Introduction to MIMA
The Maritime Institute of Malaysia (MIMA) – formerly known as Malaysian Institute of Maritime Affairs - is a policy research institute set up by the Malaysian Government to look into matters relating to Malaysia's interest at sea, and to serve as a national focal point for research in the maritime sector. Established in 1993, MIMA was incorporated under the Companies Act 1965, as a company limited by guarantee and not having a share capital, with its own Board of Directors.
The Institute takes a comprehensive approach in dealing with maritime issues. Its role is to deal with national, regional and global maritime matters affecting Malaysia. MIMA is therefore expected to contribute towards a meaningful, comprehensive and cogent national maritime policy for Malaysia.
One key task of the Institute is to complement the efforts of the various government agencies involved in the maritime sector by mobilising expertise to assist and support them in national maritime policy planning and implementation. The Institute’s role will be both advisory and consultative. MIMA will provide advice and second opinions to Government agencies and other relevant organisations. The Institute also has the task of promoting the free exchange of ideas on all maritime matters.
MALAYSIA'S MARITIME RESOURCES
Malaysia's total sea area of 614,159 square kms is almost twice its landmass and the size of its EEZ alone is 453,186 square kms. This spatial dimension is accentuated by the fact that Malaysia is a classic example of a nation fragmented by intervening waters, with more than 600 kilometres of the South China Sea separating Peninsular Malaysia from Sabah and Sarawak.
Maritime resources also contribute substantially to Malaysia's prosperity with petroleum and gas constituting Malaysia's single largest export commodity. Significantly, all of the nation’s gas and oil fields are found offshore. Petroleum and gas constitute Malaysia's single largest export commodity. In 2009, Petronas contributed tax revenue of RM36.6 billion to our national coffers.
In addition, and estimated 95 per cent of Malaysia's international trade, the lifeblood of its economy, is being carried through the oceans via its international seaports. Malaysia's maritime economy contribution to the GDP is about 20% especially since marine and coastal tourism have become significant revenue earner.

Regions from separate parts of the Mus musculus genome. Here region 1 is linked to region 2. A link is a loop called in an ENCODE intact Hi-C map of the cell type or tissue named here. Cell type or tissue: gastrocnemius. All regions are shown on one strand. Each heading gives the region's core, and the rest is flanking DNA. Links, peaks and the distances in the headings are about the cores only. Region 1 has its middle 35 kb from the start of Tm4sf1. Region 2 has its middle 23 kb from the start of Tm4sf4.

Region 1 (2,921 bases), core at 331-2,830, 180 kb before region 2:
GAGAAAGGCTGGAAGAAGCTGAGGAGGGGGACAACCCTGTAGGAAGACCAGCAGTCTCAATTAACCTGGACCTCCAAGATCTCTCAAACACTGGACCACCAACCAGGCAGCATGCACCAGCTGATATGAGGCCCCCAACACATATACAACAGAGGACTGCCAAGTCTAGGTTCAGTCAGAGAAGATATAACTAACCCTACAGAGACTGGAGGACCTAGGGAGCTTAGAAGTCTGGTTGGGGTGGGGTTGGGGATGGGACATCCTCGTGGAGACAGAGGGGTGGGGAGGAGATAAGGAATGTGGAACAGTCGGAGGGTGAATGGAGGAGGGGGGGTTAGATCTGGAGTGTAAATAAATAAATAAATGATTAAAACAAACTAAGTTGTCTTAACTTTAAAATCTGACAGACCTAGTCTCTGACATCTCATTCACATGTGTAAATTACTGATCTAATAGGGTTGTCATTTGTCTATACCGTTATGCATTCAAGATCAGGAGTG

It is obvious therefore, that the maritime sphere will become increasingly important in economic and security terms.
Another key role of the Institute is public education and information dissemination. MIMA is conscious that unless Malaysians become more aware of their maritime heritage, and how important the sea is in their daily lives, Malaysia will not be able to achieve its rightful status as a maritime nation.
MIMA feels that it is important to sensitise the public to the significant contributions of the maritime sector in the national economy, its importance as the nation's first line of defence, its potential for national integration, and its place in the nation's heritage. Being in a dynamic field such as the maritime sector, MIMA must always be on its toes and keep abreast of the latest issues and developments in all aspects related to the field. As Malaysia's reliance on the seas increases, the use of the seas will intensify. This will bring about a host of challenges in areas such as safety, security, environmental protection and strategic relations, among others that need astute policies. The marine ecosystems and resources are coming under various threats will need to be protected and managed well to ensure their sustainability for the benefit of current and future generations.
MIMA is poised to play a significant role in contributing to policymaking to safeguard Malaysia's many maritime interests and to protect its seas from various elements that threaten maritime security, safety, environment and resources. In light of this, MIMA has adopted 'Ocean of change for sustainability' as its motto, reflecting the dynamic nature of the maritime sector and the urgent need to develop the seas in a sustainable manner.
MIMA also has an active programme involving the cross-exchange of ideas with its counterparts overseas. The Institute has established several extensive networks with specialists worldwide, and this has contributed substantially to the body of thought and literature on maritime affairs in Malaysia.
The following areas are of immediate relevance to MIMA:
Coastal & Marine Environment
MIMA aspires to contribute to ecologically sustainable development of marine resources and the conservation and protection of marine environment through its research activities in the fields of coastal area management; prevention and reduction of pollution; ecosystems conservation; resource management; and conservation of biological diversity while at the same time raising the level of public awareness on issues related to the marine environment. These activities will be conducted with a view of providing inputs into the decision-making process and in collaboration and co-operation with relevant governmental and non-governmental organisations.